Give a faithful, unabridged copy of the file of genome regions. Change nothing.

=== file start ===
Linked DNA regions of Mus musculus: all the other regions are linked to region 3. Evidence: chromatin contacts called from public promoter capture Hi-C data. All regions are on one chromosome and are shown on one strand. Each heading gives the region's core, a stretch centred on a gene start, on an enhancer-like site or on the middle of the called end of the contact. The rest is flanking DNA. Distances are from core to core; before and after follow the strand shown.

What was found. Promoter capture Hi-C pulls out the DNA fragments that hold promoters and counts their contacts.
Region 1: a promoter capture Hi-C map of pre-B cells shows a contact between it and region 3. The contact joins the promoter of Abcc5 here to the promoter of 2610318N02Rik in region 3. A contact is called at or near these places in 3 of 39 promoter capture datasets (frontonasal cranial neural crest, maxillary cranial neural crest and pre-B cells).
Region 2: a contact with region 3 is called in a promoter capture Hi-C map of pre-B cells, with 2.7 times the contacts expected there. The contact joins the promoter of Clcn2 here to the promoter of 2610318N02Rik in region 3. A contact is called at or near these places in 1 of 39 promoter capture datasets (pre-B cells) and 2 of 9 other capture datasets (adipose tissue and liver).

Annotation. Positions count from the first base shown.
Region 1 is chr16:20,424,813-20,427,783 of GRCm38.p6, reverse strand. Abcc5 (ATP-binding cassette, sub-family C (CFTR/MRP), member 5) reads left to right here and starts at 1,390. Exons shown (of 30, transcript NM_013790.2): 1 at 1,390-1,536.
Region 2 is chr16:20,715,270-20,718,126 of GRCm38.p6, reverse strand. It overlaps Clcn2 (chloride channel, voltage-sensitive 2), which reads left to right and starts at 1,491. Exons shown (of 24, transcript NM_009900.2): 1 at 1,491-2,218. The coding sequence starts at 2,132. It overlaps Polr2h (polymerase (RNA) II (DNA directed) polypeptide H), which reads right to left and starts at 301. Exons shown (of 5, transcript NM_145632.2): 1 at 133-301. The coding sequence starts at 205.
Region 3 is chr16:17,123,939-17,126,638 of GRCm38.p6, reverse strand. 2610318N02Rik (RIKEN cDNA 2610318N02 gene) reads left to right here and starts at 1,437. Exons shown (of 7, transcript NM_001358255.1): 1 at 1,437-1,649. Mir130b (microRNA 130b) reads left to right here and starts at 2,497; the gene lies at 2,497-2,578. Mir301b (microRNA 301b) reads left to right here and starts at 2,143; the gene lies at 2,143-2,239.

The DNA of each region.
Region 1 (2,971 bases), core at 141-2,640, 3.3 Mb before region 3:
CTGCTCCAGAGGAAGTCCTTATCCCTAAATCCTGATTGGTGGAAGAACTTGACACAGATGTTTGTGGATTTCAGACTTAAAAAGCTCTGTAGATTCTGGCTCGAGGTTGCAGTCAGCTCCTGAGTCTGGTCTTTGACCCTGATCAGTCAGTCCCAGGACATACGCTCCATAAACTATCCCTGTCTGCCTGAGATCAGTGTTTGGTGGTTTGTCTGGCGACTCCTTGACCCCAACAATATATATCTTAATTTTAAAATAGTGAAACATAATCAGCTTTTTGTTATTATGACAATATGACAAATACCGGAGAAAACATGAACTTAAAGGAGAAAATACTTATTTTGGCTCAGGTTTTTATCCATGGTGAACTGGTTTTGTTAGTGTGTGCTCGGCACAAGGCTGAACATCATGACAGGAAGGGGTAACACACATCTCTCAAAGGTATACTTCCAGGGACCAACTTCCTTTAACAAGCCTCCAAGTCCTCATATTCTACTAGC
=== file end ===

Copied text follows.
Linked DNA regions of Mus musculus: all the other regions are linked to region 3. Evidence: chromatin contacts called from public promoter capture Hi-C data. All regions are on one chromosome and are shown on one strand. Each heading gives the region's core, a stretch centred on a gene start, on an enhancer-like site or on the middle of the called end of the contact. The rest is flanking DNA. Distances are from core to core; before and after follow the strand shown.

What was found. Promoter capture Hi-C pulls out the DNA fragments that hold promoters and counts their contacts.
Region 1: a promoter capture Hi-C map of pre-B cells shows a contact between it and region 3. The contact joins the promoter of Abcc5 here to the promoter of 2610318N02Rik in region 3. A contact is called at or near these places in 3 of 39 promoter capture datasets (frontonasal cranial neural crest, maxillary cranial neural crest and pre-B cells).
Region 2: a contact with region 3 is called in a promoter capture Hi-C map of pre-B cells, with 2.7 times the contacts expected there. The contact joins the promoter of Clcn2 here to the promoter of 2610318N02Rik in region 3. A contact is called at or near these places in 1 of 39 promoter capture datasets (pre-B cells) and 2 of 9 other capture datasets (adipose tissue and liver).

Annotation. Positions count from the first base shown.
Region 1 is chr16:20,424,813-20,427,783 of GRCm38.p6, reverse strand. Abcc5 (ATP-binding cassette, sub-family C (CFTR/MRP), member 5) reads left to right here and starts at 1,390. Exons shown (of 30, transcript NM_013790.2): 1 at 1,390-1,536.
Region 2 is chr16:20,715,270-20,718,126 of GRCm38.p6, reverse strand. It overlaps Clcn2 (chloride channel, voltage-sensitive 2), which reads left to right and starts at 1,491. Exons shown (of 24, transcript NM_009900.2): 1 at 1,491-2,218. The coding sequence starts at 2,132. It overlaps Polr2h (polymerase (RNA) II (DNA directed) polypeptide H), which reads right to left and starts at 301. Exons shown (of 5, transcript NM_145632.2): 1 at 133-301. The coding sequence starts at 205.
Region 3 is chr16:17,123,939-17,126,638 of GRCm38.p6, reverse strand. 2610318N02Rik (RIKEN cDNA 2610318N02 gene) reads left to right here and starts at 1,437. Exons shown (of 7, transcript NM_001358255.1): 1 at 1,437-1,649. Mir130b (microRNA 130b) reads left to right here and starts at 2,497; the gene lies at 2,497-2,578. Mir301b (microRNA 301b) reads left to right here and starts at 2,143; the gene lies at 2,143-2,239.

The DNA of each region.
Region 1 (2,971 bases), core at 141-2,640, 3.3 Mb before region 3:
CTGCTCCAGAGGAAGTCCTTATCCCTAAATCCTGATTGGTGGAAGAACTTGACACAGATGTTTGTGGATTTCAGACTTAAAAAGCTCTGTAGATTCTGGCTCGAGGTTGCAGTCAGCTCCTGAGTCTGGTCTTTGACCCTGATCAGTCAGTCCCAGGACATACGCTCCATAAACTATCCCTGTCTGCCTGAGATCAGTGTTTGGTGGTTTGTCTGGCGACTCCTTGACCCCAACAATATATATCTTAATTTTAAAATAGTGAAACATAATCAGCTTTTTGTTATTATGACAATATGACAAATACCGGAGAAAACATGAACTTAAAGGAGAAAATACTTATTTTGGCTCAGGTTTTTATCCATGGTGAACTGGTTTTGTTAGTGTGTGCTCGGCACAAGGCTGAACATCATGACAGGAAGGGGTAACACACATCTCTCAAAGGTATACTTCCAGGGACCAACTTCCTTTAACAAGCCTCCAAGTCCTCATATTCTACTAGC